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Free Content Phytoplankton abundance and size-fractionated structure in three contrasting periods in the Pear River Estuary

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Phytoplankton abundance, composition and size-fractionated chlorophyll a (micro-, nano- and pico-chl. a) in the Pearl River Estuary (PRE), South China were assessed in three surveys (Aug. 2010, Jan. 2011 and Aug. 2011) to identify key environmental indicators that shape their distribution patterns. Non-metric multidimensional scaling (MDS) showed that the PRE formed three regional clusters that were characterized by a transition from dominant freshwater species to estuarine diatoms in normal summer flow conditions (Aug. 2010). With a reduced river flow in winter (Jan. 2011), the inner estuary was categorized as one group marked by the predominance of the nanoflagellate, Plagioselmis prolonga. This small-sized cryptophyte was first recorded in the PRE and was likely to outcompete other phytoplankton species in turbid or well-mixed waters. During the extreme drought of summer of 2011 (Aug. 2011), the estuarine plume was limited and regional division by MDS was similar to winter patterns, as some marine species were observed in the upper estuary. We considered that the higher phytoplankton density in the summer of 2011 was presumably a combined effect of longer residence time and higher phosphate concentration. With respect to the size-fractionated phytoplankton composition, our results showed that almost half of the chl. a in the estuary was contained in microplankton particles, while the proportion of pico-chl. a increased from the upstream of the PRE towards the estuary boundary (Wanshan Islands). Furthermore, phytoplankton abundance, three size classes of chl. a and environmental factors were explored by principal component regression (PCR) analysis. In three surveys, pico-chl. a was negatively correlated with the first principal component (PCL, positively loaded with salinity and inversely with inorganic nutrients), which indicated a negative influence of the riverine and coastal waters on picophytoplankton and the specific oligotrophic niche of picophytoplankton. Similarly, PC1 was also considered as the key environmental variable basis controlling micro-chl. a in summer of 2010, while in the summer of 2011, zooplankton and copepods were positively associated with phytoplankton abundance, suggesting a resource effect of phytoplankton on zooplankton development.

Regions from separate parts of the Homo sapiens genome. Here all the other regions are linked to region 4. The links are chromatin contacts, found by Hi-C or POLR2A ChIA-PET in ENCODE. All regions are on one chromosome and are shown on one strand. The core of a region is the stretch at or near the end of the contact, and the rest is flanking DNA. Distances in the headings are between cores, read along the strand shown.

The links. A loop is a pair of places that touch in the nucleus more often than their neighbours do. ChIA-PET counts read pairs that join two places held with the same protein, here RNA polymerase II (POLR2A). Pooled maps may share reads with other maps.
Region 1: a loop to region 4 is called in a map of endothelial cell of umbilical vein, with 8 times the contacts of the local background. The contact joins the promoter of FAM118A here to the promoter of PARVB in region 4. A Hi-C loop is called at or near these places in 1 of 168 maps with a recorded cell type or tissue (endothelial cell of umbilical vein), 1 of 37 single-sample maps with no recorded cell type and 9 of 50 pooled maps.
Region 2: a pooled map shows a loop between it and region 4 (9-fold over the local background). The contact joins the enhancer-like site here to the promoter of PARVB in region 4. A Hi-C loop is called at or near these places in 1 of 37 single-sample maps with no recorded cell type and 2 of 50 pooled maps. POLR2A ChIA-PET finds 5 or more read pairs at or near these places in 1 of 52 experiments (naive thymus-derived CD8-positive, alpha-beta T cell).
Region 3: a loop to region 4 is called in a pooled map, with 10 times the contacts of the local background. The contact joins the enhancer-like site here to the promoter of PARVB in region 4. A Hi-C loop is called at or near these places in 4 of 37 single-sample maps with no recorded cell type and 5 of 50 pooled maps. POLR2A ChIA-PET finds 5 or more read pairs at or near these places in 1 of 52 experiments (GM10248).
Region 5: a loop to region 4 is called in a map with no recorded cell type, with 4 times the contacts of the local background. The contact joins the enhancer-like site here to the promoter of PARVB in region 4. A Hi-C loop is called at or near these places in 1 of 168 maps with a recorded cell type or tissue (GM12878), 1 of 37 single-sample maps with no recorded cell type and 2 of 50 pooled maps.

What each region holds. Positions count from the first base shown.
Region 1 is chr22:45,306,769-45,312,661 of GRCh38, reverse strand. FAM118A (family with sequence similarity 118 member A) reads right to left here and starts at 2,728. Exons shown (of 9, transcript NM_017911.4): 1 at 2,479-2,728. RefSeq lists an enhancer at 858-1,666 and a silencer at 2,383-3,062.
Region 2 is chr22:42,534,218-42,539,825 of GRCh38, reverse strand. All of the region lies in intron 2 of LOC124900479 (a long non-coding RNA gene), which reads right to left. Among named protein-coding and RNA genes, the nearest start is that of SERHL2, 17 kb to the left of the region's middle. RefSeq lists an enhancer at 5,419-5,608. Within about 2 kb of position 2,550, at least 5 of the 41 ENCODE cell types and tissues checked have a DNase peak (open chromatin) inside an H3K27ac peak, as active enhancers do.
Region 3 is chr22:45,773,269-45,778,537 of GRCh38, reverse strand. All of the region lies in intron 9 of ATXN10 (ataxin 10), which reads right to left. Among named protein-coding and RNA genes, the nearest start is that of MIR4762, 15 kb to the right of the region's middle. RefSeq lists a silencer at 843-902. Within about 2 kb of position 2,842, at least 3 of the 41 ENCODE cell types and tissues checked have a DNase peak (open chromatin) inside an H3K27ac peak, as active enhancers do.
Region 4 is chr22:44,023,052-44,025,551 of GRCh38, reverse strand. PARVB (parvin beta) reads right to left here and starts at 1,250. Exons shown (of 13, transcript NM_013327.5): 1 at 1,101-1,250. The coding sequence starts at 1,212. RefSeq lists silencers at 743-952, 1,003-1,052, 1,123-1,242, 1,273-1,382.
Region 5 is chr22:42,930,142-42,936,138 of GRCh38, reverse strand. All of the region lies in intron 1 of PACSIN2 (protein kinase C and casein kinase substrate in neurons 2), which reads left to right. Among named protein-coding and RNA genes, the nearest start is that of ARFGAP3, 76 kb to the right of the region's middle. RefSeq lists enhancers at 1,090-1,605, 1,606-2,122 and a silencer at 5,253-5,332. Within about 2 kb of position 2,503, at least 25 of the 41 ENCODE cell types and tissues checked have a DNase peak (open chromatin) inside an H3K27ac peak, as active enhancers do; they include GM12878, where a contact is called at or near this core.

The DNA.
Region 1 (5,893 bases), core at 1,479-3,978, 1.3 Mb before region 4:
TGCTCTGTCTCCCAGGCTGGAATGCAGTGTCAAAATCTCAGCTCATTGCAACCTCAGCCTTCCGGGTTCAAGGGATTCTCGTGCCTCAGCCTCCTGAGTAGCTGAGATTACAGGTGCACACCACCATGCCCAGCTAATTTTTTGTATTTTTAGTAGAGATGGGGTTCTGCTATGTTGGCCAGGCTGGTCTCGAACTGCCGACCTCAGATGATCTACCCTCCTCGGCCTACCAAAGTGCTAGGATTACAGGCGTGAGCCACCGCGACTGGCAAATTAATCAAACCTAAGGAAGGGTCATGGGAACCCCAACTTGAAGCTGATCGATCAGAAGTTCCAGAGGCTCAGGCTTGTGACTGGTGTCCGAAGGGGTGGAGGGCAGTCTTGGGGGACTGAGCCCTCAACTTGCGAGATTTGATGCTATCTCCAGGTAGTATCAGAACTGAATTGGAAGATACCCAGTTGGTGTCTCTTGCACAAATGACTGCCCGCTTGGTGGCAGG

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Document Type: Research Article

Publication date: May 1, 2013

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  • The Journal of Marine Research, one of the oldest journals in American marine science, publishes peer-reviewed research articles covering a broad array of topics in physical, biological and chemical oceanography. Articles that deal with processes, as well as those that report significant observations, are welcome. Biological studies involving coupling between ecological and physical processes are preferred over those that report systematics. The editors strive always to serve authors and readers in the academic oceanographic community by publishing papers vital to the marine research in the long and rich tradition of the Sears Foundation for Marine Research. We welcome you to the Journal of Marine Research.
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